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Otter says he hopes closed primary won’t hurt turnout, but ‘this is now the law’

Gov. Butch Otter has signed into law historic changes in Idaho's election system, requiring, for the first time, that all Idahoans publicly declare their party affiliation to vote in the state's primary election. "I felt that that was a compromise effort between the House and the Senate," Otter said of the closed-primary bill. "With the judge's ruling, there weren't very many other alternatives that we felt could meet constitutional muster."

Otter said he's "not an advocate of closing the primary," and said, "In fact, I think the Republican Party has done an outstanding job over the years being able to attract not only members of the Democratic Party but a majority of the independents. ... But it was an agreement that was worked out with the House and the Senate and the leadership on both sides." Otter also signed legislation to pay $100,000 to the Idaho GOP for its legal costs in suing the state to overturn the current system. You can read my full story here on the governor's assessment of this year's legislative session, which he offered in a news conference in his office today.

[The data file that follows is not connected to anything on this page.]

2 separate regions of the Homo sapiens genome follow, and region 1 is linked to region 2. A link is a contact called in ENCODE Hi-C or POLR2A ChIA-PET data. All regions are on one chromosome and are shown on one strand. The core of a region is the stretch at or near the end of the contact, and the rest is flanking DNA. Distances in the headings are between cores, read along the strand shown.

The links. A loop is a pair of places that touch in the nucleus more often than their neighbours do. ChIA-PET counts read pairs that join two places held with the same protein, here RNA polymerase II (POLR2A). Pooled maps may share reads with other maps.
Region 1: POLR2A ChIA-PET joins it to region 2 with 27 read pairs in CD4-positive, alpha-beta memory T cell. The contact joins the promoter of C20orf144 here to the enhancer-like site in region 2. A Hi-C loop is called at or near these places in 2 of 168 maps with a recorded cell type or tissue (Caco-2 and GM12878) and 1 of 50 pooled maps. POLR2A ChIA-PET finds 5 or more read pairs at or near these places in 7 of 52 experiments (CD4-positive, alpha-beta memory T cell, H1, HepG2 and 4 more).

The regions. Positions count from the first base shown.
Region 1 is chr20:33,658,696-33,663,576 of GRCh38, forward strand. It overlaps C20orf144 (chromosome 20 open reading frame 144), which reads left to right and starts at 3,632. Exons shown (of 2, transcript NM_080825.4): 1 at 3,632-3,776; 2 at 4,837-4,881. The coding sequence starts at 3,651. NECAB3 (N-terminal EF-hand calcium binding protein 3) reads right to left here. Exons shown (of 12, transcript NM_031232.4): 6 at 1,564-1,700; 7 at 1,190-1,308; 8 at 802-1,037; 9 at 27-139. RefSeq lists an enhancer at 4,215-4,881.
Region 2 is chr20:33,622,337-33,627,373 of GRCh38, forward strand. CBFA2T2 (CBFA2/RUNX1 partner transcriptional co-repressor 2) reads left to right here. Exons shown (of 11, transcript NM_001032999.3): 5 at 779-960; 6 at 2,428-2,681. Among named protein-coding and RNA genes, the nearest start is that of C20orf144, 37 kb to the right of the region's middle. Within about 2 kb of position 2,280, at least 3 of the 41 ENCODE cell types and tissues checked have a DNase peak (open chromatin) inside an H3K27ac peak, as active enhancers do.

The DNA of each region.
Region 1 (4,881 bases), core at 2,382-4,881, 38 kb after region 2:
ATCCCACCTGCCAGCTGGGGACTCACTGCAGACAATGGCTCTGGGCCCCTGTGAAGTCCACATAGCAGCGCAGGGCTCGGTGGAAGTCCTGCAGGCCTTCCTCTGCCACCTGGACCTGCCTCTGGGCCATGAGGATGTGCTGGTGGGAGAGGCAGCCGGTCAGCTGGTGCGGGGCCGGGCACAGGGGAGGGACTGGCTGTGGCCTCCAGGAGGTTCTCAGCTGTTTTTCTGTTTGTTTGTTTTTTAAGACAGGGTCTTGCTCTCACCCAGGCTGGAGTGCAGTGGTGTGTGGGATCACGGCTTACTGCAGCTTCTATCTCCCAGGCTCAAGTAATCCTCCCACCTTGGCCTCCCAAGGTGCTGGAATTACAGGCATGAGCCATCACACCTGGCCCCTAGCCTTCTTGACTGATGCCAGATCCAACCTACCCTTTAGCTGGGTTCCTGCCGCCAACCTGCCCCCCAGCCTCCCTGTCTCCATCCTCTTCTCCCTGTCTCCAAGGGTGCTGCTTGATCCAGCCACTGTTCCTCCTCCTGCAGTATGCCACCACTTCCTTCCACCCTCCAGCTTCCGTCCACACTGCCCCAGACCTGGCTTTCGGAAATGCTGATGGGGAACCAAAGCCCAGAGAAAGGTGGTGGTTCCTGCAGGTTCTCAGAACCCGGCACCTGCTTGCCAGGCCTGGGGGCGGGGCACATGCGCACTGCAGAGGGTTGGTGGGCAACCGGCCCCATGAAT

Asked if he thought the new system might dissuade some Idahoans from voting in the primary, Otter said, "I hope it doesn't." He said, "I've always been concerned about folks having to register for one party or another, because, you know, I think that's their personal and their quiet decision and that should be made on their own." He said, "It may be something, people just say, 'I don't want to have to declare what party I want to belong to.' But this is now the law, this is what the members of the Republican Party fought for, and that's now where we are."

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Betsy Z. Russell
Betsy Z. Russell joined The Spokesman-Review in 1991. She currently is a reporter in the Boise Bureau covering Idaho state government and politics, and other news from Idaho's state capital.

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